Feeling Lonely in Your Relationship
Feeling lonely in your relationship can be extremely painful. It hurts not knowing why your partner is acting emotionally indifferent. After all, the point of being in a relationship is to feel loved and to have your partner’s companionship. Few kinds of loneliness are as problematic or as common.
Gustavo Adolfo Becquer wisely said that loneliness is very beautiful as long as you have someone to talk about it with. However, plenty of people with many social media followers still feel alone and disconnected from their surroundings. Not only does that cause psychological distress, but also health problems.
This isn’t a new problem. People have always struggled with loneliness in their relationships. However, thanks to modern studies about loneliness, researchers are discovering more about this phenomenon that affects people of all ages. Couples young and old experience isolation and emotional indifference.
“If you’re afraid of loneliness, don’t marry.”
What causes loneliness in a relationship?
Some of the most intense sadness stems from the cold silence between two people who swore to love each other forever. Sometimes, one partner forgets their promise, choosing instead (consciously or unconsciously) to be emotionally indifferent with their partner.
This kind of situation doesn’t usually happen overnight. Psychological estrangement often creeps in unnoticed. It happens when you stop paying attention to the things you once enjoyed together. It happens when you forget details, stop listening to your partner, or when you simply go through the motions and stop making an effort.
Estrangement in a relationship has serious consequences. Watching your partner grow more and more distant is very painful and also has other consequences. Experts such as Dr. Aaron Ben-Ze’ev, philosopher, psychologist, and relationship expert, explains the following:
- It’s important to differentiate between being alone and being lonely. Being alone means that no one is physically with you. Being lonely, on the other hand, is a psychological reality that’s becoming more and more common. Surprisingly, those who experience it the most are people in relationships.
- This kind of loneliness often leads to depressive disorders and anxiety. According to studies such as this one conducted by Dr. Greg Miller at the University of Manchester, loneliness is just as dangerous for your health as smoking or leading a sedentary lifestyle.
Let’s analyze some of the reasons why you might feel lonely in your relationship.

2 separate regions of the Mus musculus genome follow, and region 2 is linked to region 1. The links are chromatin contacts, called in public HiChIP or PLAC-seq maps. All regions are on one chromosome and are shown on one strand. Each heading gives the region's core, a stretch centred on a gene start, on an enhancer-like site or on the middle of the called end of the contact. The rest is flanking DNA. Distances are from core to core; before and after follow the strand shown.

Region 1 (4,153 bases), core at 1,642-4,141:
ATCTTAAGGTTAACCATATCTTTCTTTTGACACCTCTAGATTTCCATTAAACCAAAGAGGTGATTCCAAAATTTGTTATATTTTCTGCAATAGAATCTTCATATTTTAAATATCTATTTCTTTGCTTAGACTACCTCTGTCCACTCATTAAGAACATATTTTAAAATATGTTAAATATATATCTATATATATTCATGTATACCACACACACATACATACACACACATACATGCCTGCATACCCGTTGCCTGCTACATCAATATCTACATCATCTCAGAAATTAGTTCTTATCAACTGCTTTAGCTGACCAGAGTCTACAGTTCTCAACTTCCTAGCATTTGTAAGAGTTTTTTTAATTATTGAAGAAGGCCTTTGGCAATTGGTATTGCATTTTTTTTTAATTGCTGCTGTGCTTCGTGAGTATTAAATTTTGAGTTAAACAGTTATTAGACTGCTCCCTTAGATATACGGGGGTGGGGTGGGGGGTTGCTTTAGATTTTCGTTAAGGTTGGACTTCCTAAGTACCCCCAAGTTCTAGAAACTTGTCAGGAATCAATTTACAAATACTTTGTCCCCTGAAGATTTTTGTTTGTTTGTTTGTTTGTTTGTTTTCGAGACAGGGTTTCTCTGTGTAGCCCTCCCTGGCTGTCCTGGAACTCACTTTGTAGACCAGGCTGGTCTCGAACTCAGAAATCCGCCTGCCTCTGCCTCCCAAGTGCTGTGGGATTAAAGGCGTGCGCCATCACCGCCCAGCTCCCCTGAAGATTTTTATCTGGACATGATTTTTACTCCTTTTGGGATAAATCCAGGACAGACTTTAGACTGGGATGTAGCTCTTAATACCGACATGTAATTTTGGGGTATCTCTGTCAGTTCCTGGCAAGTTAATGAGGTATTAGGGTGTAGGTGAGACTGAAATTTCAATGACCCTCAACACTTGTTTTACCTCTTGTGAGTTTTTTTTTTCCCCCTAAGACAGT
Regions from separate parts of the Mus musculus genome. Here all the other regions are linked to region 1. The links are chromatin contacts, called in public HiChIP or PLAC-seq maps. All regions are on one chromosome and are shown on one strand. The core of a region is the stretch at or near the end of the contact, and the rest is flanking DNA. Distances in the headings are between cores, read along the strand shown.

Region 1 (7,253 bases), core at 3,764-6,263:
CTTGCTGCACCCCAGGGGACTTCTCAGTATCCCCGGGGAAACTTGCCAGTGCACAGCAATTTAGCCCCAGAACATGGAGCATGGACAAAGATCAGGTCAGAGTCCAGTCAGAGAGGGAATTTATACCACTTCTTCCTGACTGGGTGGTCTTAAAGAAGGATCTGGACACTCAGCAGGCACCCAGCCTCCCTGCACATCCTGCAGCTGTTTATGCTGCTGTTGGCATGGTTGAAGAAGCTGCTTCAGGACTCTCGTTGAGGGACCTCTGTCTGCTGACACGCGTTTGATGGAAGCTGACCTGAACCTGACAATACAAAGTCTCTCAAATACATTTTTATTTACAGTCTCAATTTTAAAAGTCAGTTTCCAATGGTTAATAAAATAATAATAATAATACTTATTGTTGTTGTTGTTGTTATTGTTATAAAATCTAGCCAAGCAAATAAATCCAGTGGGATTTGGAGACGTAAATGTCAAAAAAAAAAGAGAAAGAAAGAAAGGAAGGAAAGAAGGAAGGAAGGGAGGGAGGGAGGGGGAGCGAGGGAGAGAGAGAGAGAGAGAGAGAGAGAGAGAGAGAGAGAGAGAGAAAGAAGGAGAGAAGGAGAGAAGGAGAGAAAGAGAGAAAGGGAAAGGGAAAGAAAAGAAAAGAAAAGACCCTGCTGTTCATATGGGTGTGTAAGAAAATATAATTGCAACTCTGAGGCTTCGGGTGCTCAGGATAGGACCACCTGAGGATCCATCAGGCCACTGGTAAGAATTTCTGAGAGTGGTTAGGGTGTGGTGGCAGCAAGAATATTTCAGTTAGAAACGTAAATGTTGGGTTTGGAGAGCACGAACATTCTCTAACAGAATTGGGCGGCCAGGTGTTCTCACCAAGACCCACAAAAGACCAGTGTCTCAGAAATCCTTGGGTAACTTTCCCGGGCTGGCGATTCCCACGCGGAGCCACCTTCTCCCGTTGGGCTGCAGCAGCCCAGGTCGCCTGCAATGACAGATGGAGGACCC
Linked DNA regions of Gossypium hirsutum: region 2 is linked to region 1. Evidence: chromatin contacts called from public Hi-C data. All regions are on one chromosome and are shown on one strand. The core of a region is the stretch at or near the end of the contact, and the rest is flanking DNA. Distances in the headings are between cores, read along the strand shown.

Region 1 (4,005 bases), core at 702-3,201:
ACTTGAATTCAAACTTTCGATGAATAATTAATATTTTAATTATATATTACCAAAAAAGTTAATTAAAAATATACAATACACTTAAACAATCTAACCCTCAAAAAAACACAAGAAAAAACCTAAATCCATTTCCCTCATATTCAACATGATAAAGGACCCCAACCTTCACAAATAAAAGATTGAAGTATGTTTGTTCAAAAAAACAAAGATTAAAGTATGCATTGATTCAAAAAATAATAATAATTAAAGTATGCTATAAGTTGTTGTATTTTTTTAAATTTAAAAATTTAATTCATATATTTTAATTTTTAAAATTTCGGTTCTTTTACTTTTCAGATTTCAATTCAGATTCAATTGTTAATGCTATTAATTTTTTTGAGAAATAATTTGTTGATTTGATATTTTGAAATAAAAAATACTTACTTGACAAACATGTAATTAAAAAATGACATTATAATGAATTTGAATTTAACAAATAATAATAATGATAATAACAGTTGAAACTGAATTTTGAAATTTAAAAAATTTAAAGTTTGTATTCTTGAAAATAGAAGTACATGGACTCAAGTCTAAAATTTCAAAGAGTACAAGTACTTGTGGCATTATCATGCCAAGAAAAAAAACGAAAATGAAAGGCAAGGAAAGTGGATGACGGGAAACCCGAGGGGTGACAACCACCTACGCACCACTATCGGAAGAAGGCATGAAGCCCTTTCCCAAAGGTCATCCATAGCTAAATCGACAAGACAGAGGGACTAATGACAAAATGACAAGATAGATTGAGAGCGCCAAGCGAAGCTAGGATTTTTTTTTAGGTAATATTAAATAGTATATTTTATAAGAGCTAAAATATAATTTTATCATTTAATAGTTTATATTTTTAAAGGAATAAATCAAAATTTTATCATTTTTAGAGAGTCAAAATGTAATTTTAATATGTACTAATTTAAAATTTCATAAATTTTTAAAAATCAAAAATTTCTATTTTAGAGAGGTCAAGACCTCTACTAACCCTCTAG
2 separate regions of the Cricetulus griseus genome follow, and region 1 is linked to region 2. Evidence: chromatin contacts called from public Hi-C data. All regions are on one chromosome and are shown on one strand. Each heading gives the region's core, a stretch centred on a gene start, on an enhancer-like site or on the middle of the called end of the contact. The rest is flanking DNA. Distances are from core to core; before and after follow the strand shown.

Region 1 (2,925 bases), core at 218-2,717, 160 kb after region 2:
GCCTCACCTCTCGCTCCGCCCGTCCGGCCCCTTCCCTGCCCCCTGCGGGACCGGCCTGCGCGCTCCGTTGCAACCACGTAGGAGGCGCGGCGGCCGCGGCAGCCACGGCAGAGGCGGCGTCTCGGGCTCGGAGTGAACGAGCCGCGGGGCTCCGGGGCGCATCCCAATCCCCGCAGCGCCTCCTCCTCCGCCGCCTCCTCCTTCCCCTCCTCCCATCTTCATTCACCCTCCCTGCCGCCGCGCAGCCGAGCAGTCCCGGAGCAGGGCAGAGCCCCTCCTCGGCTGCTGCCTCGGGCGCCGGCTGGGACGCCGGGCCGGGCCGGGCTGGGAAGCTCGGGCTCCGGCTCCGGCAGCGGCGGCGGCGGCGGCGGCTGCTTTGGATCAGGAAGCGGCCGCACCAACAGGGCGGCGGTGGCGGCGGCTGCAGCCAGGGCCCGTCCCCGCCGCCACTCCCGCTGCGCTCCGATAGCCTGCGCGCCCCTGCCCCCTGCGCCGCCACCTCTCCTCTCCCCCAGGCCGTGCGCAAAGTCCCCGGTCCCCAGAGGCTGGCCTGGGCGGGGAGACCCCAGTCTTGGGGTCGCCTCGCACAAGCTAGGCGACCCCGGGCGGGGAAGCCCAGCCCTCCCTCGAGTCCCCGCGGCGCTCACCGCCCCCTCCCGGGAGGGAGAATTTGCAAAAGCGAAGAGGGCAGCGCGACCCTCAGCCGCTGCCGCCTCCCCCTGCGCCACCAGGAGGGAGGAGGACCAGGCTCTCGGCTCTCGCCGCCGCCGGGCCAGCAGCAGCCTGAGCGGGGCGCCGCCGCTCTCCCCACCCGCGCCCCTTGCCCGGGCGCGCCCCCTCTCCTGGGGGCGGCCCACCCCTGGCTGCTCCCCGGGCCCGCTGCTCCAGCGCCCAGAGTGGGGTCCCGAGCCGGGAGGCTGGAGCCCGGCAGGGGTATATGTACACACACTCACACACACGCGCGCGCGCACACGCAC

Falling out of love and fear of change
Sometimes, falling out of love is like feeling a cold draft and not knowing where it’s coming from. Suddenly, although nothing has changed, things seem meaningless, unexciting, and dull.
Not always is there a concrete reason for falling out of love. Sometimes it just happens, and it’s disconcerting for both people involved. That being said, if you’re clearly aware that you don’t love your partner anymore, you should communicate your feelings. Deceiving your partner (or deceiving yourself) can have serious consequences. One of those is subjecting your partner to your emotional indifference, as much as you might try to hide it.
Getting stuck in your routine
You’re more likely to feel lonely in your relationship when your day-to-day routine gets overwhelming. Between work, children, and responsibilities, you may not have any time left for affection or reconnection.
When that happens, even your conversations become mechanical, void of any affection, love, and intimacy. One way to deal with that is to try to change things up or seek professional help. In either case, being passive hardly ever helps solve the problem.
What if you’re the reason you feel lonely in your relationship?
Sometimes, you reach a point in your life where you just feel inexplicably empty. It’s a mix of dissatisfaction, existential crisis, and a fear of change.
These situations are more common than you might think. Some people feel lonely in their relationships because they’ve changed and are dealing with the frustrating of not having what they want. In this case, although no one is directly responsible, it’s easy to blame your partner for not being able to give you what you want. However, the truth is that your loneliness stems from your transformation.
You’ve evolved and your perspective has changed. Your likes and dislikes, needs, and motivations have changed as well. Maybe you’re on a different track professionally, you want to be more independent, or you’re longing for new social connections. Humans live in a state of constant change, and those changes can affect your relationship.
In conclusion, loneliness in relationships is very common. It’s also the cause of many breakups. First of all, because it causes suffering, psychological problems, and health problems. Second of all, because no one should have to experience this kind of pain or its consequences.
Thus, if you’re experiencing this kind of loneliness, try to get to the bottom of it. Figure out the root cause. Talk to your partner and try to come up with sincere, respectful, and responsible solutions.
All cited sources were thoroughly reviewed by our team to ensure their quality, reliability, currency, and validity. The bibliography of this article was considered reliable and of academic or scientific accuracy.
- Miller, G. (2011). Why loneliness is hazardous to your health. Science, 331(6014), 138–140. https://doi.org/10.1126/science.331.6014.138
- Renzetti, E. (2014). Life of solitude. The Globe and Mail, 23.11.13